Tuesday, January 11, 2011

Love Drug

Out of all the women that have passed through my life, I have only loved two.  For better or worse, I married them both.  Though I may at times regret the marriages, I'll never regret falling in love.  Both women were beautiful, caring, amazing women who loved me unconditionally and I will always be grateful for the lives we shared together and ways they made me who I am.  

One thing I do regret is that I was never able to truly open my heart to either of them.

I was a sensitive kid growing up and would burst into tears at the slightest emotional provocation.  The combination of parents who rarely showed emotion and never accepted tears as healthy expression, and the painful teasing and torment inflicted by my peers taught me to protect myself from an early age.  By high school I was impervious.  I had carefully constructed a wall around my inner emotions and insecurities and had utter control of my emotional expression, and it worked well.  I was smart, well liked, had plenty of friends, was even popular enough for student body office, along with being the best male theatre actor in the school.

Though these protections were well suited for surviving bullies and adolescence, they were terrible for relationships.  #1 spent our entire marriage trying to crack me open.  I did my best as well, but it was a slow and difficult process.  #1 finally gave up after 6 years and included it in her list of the reason we divorced.

#2 didn’t fare any better, although she did benefit from the work #1 accomplished.  The major difference between the two was that #2 depended on me for her self-confidence and self-worth, so the lack of a deep emotional connection between us left her unsure of herself and unsure of my love for her.  My burden of not being able to give what she needed, and her burden of not getting it ended up being too much for us.

After #2 was gone and I was rebounding with The Rebound, I was introduced to MethyleneDioxyMethAmphetamine.  Being raised in a strong christian community during the era of Just Say No, I had never even been offered this illicit pharma, let alone partaken.  After performing due diligence by researching said substance and determining that the US government was once again full of shit, I gave it a shot.  (I’m nothing if not a responsible illegal drug abuser)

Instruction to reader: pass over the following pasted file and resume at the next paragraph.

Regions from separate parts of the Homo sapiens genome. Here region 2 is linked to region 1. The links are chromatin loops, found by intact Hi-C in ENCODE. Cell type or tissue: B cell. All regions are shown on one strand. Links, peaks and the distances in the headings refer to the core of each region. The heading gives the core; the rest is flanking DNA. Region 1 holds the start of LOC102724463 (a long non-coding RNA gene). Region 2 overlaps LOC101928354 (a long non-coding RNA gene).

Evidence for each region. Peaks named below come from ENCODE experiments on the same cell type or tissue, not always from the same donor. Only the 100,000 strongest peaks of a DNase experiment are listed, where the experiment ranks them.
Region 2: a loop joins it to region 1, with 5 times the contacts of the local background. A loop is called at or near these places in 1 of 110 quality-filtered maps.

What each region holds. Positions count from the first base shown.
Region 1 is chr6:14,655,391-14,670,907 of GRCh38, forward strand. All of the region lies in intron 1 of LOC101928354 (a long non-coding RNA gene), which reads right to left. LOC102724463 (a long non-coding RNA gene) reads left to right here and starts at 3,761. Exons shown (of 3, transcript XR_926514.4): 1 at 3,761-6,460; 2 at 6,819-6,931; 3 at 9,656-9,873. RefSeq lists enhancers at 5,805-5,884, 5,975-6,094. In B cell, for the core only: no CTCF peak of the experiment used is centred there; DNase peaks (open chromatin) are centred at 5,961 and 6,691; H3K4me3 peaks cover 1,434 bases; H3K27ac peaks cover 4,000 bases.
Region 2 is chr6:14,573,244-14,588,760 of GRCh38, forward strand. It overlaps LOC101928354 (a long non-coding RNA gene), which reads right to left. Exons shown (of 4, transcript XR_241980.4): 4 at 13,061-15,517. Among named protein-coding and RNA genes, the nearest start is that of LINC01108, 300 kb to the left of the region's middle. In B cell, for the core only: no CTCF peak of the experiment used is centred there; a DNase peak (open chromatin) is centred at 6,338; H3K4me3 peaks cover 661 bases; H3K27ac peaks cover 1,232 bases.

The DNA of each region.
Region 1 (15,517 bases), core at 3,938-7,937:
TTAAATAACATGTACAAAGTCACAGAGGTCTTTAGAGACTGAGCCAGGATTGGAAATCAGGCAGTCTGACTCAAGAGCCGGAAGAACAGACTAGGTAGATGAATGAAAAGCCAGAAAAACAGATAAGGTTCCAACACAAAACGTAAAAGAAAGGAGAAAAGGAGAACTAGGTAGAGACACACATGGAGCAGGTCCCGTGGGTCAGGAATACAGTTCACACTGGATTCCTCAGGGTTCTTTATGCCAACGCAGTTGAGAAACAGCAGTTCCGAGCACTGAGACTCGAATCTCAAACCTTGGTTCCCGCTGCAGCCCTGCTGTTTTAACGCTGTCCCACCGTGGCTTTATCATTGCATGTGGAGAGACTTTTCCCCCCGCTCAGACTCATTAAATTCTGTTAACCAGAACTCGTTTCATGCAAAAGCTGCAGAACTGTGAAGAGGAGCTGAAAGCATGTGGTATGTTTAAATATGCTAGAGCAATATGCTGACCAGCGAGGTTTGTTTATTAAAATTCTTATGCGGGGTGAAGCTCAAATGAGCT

The first two trials were relatively low doses, dipping a toe in the pool.  The next two were full strength, yet both environments were less than ideal.  It was roll number five that blew me up.  The emotional walls I had so laboriously constructed vanished like smoke.  I spent the evening with a woman I barely knew, but to whom I opened myself completely.  It was bare emotion and sexuality...and it was unbelievable.

I finally understood what #2 had been trying fruitlessly to teach me.  I felt the pleasure born of connecting so intimately with another person, something I had never experienced before.
Even days later, I still had this craving to share myself with someone; revealing my soul the way a flasher reveals his nakedness.  It didn’t matter as much who saw, as long as it was seen.

I became a new and healthier person practically over night, and because of an illegal drug.  How weird is that!?

1 comment:

  1. I think it's the "negative" things we do and/or say that have the greatest impact on our lives. It never seems that way at the time.